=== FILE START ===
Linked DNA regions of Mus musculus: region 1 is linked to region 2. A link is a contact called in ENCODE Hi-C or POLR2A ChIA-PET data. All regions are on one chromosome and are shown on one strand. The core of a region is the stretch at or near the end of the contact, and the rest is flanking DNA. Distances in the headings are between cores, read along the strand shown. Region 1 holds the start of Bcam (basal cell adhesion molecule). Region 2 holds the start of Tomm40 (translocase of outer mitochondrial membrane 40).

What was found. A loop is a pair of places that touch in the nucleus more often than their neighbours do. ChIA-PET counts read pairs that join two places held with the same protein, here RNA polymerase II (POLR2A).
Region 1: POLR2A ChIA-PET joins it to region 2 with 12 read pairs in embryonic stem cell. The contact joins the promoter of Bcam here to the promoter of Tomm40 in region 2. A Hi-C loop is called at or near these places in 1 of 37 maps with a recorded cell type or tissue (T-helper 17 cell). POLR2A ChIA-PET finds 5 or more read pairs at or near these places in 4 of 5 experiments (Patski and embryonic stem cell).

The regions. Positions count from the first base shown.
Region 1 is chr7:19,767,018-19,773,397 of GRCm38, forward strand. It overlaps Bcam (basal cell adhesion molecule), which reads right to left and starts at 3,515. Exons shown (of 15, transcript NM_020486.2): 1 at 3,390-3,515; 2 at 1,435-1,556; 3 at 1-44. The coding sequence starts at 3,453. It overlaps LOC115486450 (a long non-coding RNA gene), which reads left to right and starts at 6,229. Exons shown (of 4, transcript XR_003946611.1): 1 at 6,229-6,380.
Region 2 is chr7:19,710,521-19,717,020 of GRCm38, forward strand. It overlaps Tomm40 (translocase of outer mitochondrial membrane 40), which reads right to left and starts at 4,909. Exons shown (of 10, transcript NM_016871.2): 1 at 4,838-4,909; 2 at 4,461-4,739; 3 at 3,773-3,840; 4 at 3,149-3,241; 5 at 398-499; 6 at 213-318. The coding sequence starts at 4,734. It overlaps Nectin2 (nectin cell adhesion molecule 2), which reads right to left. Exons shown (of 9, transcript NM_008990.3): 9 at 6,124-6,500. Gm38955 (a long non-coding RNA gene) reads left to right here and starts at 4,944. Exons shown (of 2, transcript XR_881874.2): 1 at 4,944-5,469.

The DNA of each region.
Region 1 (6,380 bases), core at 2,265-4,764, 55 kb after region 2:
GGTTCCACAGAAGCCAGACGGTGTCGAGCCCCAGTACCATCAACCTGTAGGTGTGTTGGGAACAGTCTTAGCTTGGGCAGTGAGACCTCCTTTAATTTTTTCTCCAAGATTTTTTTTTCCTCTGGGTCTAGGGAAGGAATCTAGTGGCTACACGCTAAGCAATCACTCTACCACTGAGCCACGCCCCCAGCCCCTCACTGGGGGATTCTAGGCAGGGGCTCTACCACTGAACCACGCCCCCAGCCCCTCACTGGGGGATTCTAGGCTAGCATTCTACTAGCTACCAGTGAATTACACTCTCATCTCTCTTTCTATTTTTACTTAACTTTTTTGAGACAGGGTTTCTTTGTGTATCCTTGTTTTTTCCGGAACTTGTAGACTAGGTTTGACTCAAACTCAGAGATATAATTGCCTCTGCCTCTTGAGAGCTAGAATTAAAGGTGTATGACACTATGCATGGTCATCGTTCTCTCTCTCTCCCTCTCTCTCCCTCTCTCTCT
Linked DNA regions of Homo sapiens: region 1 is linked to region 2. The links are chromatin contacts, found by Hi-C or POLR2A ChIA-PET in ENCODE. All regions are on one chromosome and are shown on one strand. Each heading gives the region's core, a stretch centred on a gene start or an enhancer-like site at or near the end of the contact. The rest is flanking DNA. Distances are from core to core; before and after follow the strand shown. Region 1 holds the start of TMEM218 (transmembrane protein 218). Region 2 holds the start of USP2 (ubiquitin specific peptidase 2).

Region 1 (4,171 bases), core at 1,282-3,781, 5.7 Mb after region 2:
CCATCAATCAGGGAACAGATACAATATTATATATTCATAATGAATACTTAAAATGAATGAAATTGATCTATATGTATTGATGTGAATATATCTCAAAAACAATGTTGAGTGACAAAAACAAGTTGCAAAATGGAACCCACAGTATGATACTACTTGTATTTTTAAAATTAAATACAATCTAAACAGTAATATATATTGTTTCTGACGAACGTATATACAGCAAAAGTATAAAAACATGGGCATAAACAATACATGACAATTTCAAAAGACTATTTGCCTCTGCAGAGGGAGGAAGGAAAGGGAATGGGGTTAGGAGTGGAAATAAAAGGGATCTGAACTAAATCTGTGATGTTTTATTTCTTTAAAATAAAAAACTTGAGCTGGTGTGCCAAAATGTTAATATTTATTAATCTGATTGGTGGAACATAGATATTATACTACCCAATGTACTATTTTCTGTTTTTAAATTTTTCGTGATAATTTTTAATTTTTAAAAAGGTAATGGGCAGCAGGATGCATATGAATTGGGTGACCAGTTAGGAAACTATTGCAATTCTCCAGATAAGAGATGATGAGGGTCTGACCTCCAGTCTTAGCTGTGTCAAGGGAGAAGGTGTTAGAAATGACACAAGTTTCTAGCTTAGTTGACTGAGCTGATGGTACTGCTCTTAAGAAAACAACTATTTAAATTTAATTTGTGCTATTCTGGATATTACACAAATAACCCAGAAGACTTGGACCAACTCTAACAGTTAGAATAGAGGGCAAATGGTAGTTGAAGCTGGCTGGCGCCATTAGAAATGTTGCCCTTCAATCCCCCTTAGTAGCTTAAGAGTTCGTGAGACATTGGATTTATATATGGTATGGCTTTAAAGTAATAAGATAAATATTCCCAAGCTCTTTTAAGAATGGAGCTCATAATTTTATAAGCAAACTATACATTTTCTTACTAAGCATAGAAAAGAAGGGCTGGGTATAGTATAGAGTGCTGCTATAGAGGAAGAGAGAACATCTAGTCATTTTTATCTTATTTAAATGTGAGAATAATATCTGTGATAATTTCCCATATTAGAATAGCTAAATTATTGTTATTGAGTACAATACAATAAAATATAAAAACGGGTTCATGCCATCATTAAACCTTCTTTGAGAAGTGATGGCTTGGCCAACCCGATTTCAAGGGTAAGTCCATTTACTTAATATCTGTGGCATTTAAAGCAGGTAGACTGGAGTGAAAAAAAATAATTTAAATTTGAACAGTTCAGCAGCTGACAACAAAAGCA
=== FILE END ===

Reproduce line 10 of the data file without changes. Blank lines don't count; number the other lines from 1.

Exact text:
Linked DNA regions of Homo sapiens: region 1 is linked to region 2. The links are chromatin contacts, found by Hi-C or POLR2A ChIA-PET in ENCODE. All regions are on one chromosome and are shown on one strand. Each heading gives the region's core, a stretch centred on a gene start or an enhancer-like site at or near the end of the contact. The rest is flanking DNA. Distances are from core to core; before and after follow the strand shown. Region 1 holds the start of TMEM218 (transmembrane protein 218). Region 2 holds the start of USP2 (ubiquitin specific peptidase 2).